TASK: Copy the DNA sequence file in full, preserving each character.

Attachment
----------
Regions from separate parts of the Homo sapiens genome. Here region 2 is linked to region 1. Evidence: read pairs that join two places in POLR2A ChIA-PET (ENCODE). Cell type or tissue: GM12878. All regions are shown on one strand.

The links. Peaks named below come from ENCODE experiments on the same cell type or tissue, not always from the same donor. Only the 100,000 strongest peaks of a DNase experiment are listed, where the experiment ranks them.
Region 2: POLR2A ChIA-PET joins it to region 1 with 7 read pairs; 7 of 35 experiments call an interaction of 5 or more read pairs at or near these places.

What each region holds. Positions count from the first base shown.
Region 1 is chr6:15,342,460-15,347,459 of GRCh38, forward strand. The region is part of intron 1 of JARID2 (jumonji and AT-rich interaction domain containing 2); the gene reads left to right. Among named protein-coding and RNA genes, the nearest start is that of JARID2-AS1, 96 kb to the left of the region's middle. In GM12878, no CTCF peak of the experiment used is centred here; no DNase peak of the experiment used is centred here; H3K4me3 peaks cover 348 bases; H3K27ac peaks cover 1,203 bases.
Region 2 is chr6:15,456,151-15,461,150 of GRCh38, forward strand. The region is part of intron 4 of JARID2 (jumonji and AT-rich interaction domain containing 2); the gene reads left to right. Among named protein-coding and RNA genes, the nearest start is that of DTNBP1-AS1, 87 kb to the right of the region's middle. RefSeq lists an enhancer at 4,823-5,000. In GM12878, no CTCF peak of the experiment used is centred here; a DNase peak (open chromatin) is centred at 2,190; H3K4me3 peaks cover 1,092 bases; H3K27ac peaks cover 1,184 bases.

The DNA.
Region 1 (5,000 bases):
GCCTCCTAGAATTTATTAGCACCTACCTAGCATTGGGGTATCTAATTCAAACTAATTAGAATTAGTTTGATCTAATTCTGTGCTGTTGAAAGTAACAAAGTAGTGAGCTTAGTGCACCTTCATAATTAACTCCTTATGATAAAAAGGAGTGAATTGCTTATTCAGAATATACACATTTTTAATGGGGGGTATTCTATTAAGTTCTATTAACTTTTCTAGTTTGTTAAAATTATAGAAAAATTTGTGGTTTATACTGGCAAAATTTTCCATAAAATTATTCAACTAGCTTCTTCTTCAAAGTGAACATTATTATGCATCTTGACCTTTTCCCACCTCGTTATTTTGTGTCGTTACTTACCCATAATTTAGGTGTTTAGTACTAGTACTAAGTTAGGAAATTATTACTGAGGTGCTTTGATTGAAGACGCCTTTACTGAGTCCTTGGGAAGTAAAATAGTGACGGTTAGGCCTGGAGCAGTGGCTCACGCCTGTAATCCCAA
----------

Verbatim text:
Regions from separate parts of the Homo sapiens genome. Here region 2 is linked to region 1. Evidence: read pairs that join two places in POLR2A ChIA-PET (ENCODE). Cell type or tissue: GM12878. All regions are shown on one strand.

The links. Peaks named below come from ENCODE experiments on the same cell type or tissue, not always from the same donor. Only the 100,000 strongest peaks of a DNase experiment are listed, where the experiment ranks them.
Region 2: POLR2A ChIA-PET joins it to region 1 with 7 read pairs; 7 of 35 experiments call an interaction of 5 or more read pairs at or near these places.

What each region holds. Positions count from the first base shown.
Region 1 is chr6:15,342,460-15,347,459 of GRCh38, forward strand. The region is part of intron 1 of JARID2 (jumonji and AT-rich interaction domain containing 2); the gene reads left to right. Among named protein-coding and RNA genes, the nearest start is that of JARID2-AS1, 96 kb to the left of the region's middle. In GM12878, no CTCF peak of the experiment used is centred here; no DNase peak of the experiment used is centred here; H3K4me3 peaks cover 348 bases; H3K27ac peaks cover 1,203 bases.
Region 2 is chr6:15,456,151-15,461,150 of GRCh38, forward strand. The region is part of intron 4 of JARID2 (jumonji and AT-rich interaction domain containing 2); the gene reads left to right. Among named protein-coding and RNA genes, the nearest start is that of DTNBP1-AS1, 87 kb to the right of the region's middle. RefSeq lists an enhancer at 4,823-5,000. In GM12878, no CTCF peak of the experiment used is centred here; a DNase peak (open chromatin) is centred at 2,190; H3K4me3 peaks cover 1,092 bases; H3K27ac peaks cover 1,184 bases.

The DNA.
Region 1 (5,000 bases):
GCCTCCTAGAATTTATTAGCACCTACCTAGCATTGGGGTATCTAATTCAAACTAATTAGAATTAGTTTGATCTAATTCTGTGCTGTTGAAAGTAACAAAGTAGTGAGCTTAGTGCACCTTCATAATTAACTCCTTATGATAAAAAGGAGTGAATTGCTTATTCAGAATATACACATTTTTAATGGGGGGTATTCTATTAAGTTCTATTAACTTTTCTAGTTTGTTAAAATTATAGAAAAATTTGTGGTTTATACTGGCAAAATTTTCCATAAAATTATTCAACTAGCTTCTTCTTCAAAGTGAACATTATTATGCATCTTGACCTTTTCCCACCTCGTTATTTTGTGTCGTTACTTACCCATAATTTAGGTGTTTAGTACTAGTACTAAGTTAGGAAATTATTACTGAGGTGCTTTGATTGAAGACGCCTTTACTGAGTCCTTGGGAAGTAAAATAGTGACGGTTAGGCCTGGAGCAGTGGCTCACGCCTGTAATCCCAA